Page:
"As an international envoy, we hope he will have a mechanism for ending the violence," Ghalioun said.

Ghalioun also welcomed the defection by deputy oil minister Abdo Husameddine and called on other high-ranking government employees "and all those with a conscience" to do the same.

Turkey's state-run television said two Syrian generals and a colonel have defected to Turkey as Syrian forces appeared to be targeting more rebellious areas, including the northern province of Idlib near Turkey.

The officers were among 234 Syrians who have crossed into Turkey since Thursday to find refuge in six camps, Yusuf Guler, the administrator for the Turkish border town of Reyhanli, told Turkey's state-run Anadolu Agency. Already more than 11,000 people have sought sanctuary in Turkey.

Reinforcements have been pouring into Idlib for days, including dozens of tanks and armored personnel carriers, activists said. Rami Abdul-Rahman, director of the British-based Syrian Observatory for Human Rights, said they were being brought to the province's mountainous Jabal al-Zawiya region and town of Saraqeb.

"Many people are fleeing the area, fearing military operations," he said.

The Observatory and other activists said eight of the 26 people who died Friday were killed in the central city of Homs when mortars exploded near residential districts.

Two people were shot dead by Friday by security forces in a village in Jabal al-Zawiya.

Abdul-Rahman said the reinforcements there were either an indication of an upcoming massive operation to regain control of rebel-held areas in Idlib, or an attempt to prevent the creation of a rebel buffer zone near the Turkish border.

The buildup came as U.N. humanitarian chief Valerie Amos toured Syrian refugee camps along the Turkish-Syrian border and met with Turkish Foreign Minister Ahmet Davutoglu on Friday.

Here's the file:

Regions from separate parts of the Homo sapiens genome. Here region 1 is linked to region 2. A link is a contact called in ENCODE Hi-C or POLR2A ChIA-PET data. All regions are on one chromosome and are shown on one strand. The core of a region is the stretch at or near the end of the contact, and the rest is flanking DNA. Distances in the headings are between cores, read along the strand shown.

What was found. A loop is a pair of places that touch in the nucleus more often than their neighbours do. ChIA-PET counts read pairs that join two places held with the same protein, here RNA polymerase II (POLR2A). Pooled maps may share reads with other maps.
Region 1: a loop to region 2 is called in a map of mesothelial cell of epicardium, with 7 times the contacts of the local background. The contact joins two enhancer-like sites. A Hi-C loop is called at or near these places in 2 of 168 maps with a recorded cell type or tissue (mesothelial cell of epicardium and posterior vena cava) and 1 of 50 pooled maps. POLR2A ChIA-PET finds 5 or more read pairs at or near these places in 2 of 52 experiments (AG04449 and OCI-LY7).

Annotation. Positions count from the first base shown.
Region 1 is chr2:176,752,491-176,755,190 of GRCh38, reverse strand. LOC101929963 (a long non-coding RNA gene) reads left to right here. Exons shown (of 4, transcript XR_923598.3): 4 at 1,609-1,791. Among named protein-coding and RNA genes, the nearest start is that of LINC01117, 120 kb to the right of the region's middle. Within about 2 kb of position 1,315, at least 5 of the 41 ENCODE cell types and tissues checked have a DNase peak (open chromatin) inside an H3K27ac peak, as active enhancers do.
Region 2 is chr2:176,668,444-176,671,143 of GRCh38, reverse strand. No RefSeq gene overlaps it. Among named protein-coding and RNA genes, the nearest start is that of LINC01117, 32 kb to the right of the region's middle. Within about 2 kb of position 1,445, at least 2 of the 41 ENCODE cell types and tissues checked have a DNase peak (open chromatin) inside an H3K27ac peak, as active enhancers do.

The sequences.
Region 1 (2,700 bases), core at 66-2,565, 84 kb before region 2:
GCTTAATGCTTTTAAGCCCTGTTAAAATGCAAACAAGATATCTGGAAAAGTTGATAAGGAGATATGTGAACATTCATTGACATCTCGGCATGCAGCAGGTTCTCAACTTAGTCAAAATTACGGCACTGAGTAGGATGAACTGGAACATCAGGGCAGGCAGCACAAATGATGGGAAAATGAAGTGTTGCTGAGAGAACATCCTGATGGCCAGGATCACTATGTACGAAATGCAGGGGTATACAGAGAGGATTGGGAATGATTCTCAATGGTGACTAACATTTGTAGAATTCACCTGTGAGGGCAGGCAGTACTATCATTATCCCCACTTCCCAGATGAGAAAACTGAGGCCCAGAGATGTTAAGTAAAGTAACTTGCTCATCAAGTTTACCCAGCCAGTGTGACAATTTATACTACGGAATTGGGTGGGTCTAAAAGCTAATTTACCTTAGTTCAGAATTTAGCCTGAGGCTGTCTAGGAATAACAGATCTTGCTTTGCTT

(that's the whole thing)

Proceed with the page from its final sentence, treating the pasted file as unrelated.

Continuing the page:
Valerie Amos said the humanitarian assessment with the Syrian government was the first step toward setting up what she called a "robust and regular arrangement...which allows humanitarian organizations unhindered access to evacuate the wounded and deliver desperately needed supplies."

Amos said she has submitted a proposal to the Syrian government to ensure the regular delivery of aid and is awaiting a reply.

She also said she was "horrified by the destruction" she saw in the embattled neighborhood of Baba Amr in Homs, which she visited this week. Regime forces took the area from rebels last week after weeks of siege and daily shelling that activists say killed hundreds. Her visit was the first by an outside observer to the area.

"Almost all the buildings had been destroyed and there were hardly any people left there," she said. "I am extremely concerned as to the whereabouts of the people who have been displaced from Baba Amr."

Protesters demonstrated across Syria on Friday, with the aim of rallying the country's Kurdish population in the hopes that members of the long-ostracized minority could help turn the tide against Assad.

Kurds — the largest ethnic minority in Syria — make up 15 percent of the country's 23 million people and have long complained of neglect and discrimination. While Kurds have so far not joined anti-government protests in particularly large numbers, authorities are clearly concerned they will. In April, Assad granted citizenship to 250,000 Kurds in an early overture to try to interrupt the momentum of the uprising.

In the past, the government has argued that they are not Syrians but Kurds who fled to the country from neighboring Turkey or Iraq.

Tensions between Kurds and the Syrian authorities have exploded into violence on several occasions. In March 2004, a riot began at a soccer match when the crowd raised a Kurdish flag in the northeastern city of Qamishli. Clashes between Syrian Kurds and security forces spread to the nearby city of Hasaka and to Aleppo, with at least 25 killed and 100 wounded.